“Ineffective,” Veteran, Primary Grade Teacher in Tennessee Resigns

As per a recent article in The Tennessean, it seems yet another teacher has resigned, this time from the 1st grade – a grade in which teacher-level value-added normally does not “count.” This teacher, a 15-year career 1st grade teacher, was recently categorized as “ineffective” in terms of “adding value” to her students’ learning and achievement, as her district added a new test to start holding primary grade teachers accountable for their value-added as well. To read her full letter of resignation and the conditions driving her decision, click here (http://www.tennessean.com/story/news/local/sumner/2014/06/03/defines-ineffective-teacher/9918539/)

Thirty-five percent of her evaluation score was based on student growth or value-added as determined by the Tennessee Value-Added Assessment System (TVAAS), often called outside the state of Tennessee (where it was originally developed) the Education Value-Added Assessment System (EVAAS). Both of these systems should be of increasing familiarity to readers/followers of this blog.

But given a different test recently introduced to help evaluate more teachers like her, again in the primary grades for which no other state-level tests exist (like in grades 3-8), just this year she “received a growth score of 1, [after which she] was placed on a list of ineffective teachers needing additional coaching.” Ironically, the person to serve as her mentor, to help her become better than an “ineffective teacher,” was her own student teacher from a few years prior. It seems her new teacher mentor was not able to increase her former-mentor’s effectiveness in due time, however.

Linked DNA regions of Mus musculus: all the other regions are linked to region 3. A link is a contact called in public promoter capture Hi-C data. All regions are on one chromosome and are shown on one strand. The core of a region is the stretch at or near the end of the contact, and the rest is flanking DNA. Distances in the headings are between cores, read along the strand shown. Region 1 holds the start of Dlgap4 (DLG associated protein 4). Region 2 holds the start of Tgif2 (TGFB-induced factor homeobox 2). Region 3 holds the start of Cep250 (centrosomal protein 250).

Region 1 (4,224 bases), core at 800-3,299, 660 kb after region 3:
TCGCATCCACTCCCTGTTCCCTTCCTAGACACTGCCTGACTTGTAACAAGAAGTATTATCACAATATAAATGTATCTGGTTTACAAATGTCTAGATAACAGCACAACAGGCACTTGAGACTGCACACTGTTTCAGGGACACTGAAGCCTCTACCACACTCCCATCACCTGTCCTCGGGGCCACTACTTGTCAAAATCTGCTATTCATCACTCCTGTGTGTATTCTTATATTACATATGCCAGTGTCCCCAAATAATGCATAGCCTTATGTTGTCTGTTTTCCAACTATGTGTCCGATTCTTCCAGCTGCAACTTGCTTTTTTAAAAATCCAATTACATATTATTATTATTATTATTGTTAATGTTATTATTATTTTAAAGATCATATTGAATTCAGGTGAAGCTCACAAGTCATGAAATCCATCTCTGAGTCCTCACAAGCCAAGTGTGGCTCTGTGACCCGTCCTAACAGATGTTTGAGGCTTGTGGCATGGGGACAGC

But here’s the real issue: In this case, and exponentially growing numbers of cases like this across the country, the district decided to use a national versus state test (i.e., the SAT 10) which can (but should not) be used to test students in kindergarten and 1st grades, and then more importantly used to attribute growth on these tests over time to their teachers, again, to include more teachers in these evaluation systems.

In just this case, this test’s data were run through the TVAAS system – a system that has been evidenced elsewhere in the research to label teachers ineffective or effective despite contradictory data, sometimes 30% to 50% of the time. In other cases, and in all fairness, other systems do not seem to be faring much better. Regardless, when the foolish add a test that is completely different than the tests being (erroneously) used elsewhere for other teachers, and then foolishly assume that the tests should just work, is foolish, to put it lightly, albeit so unfortunately faddish.

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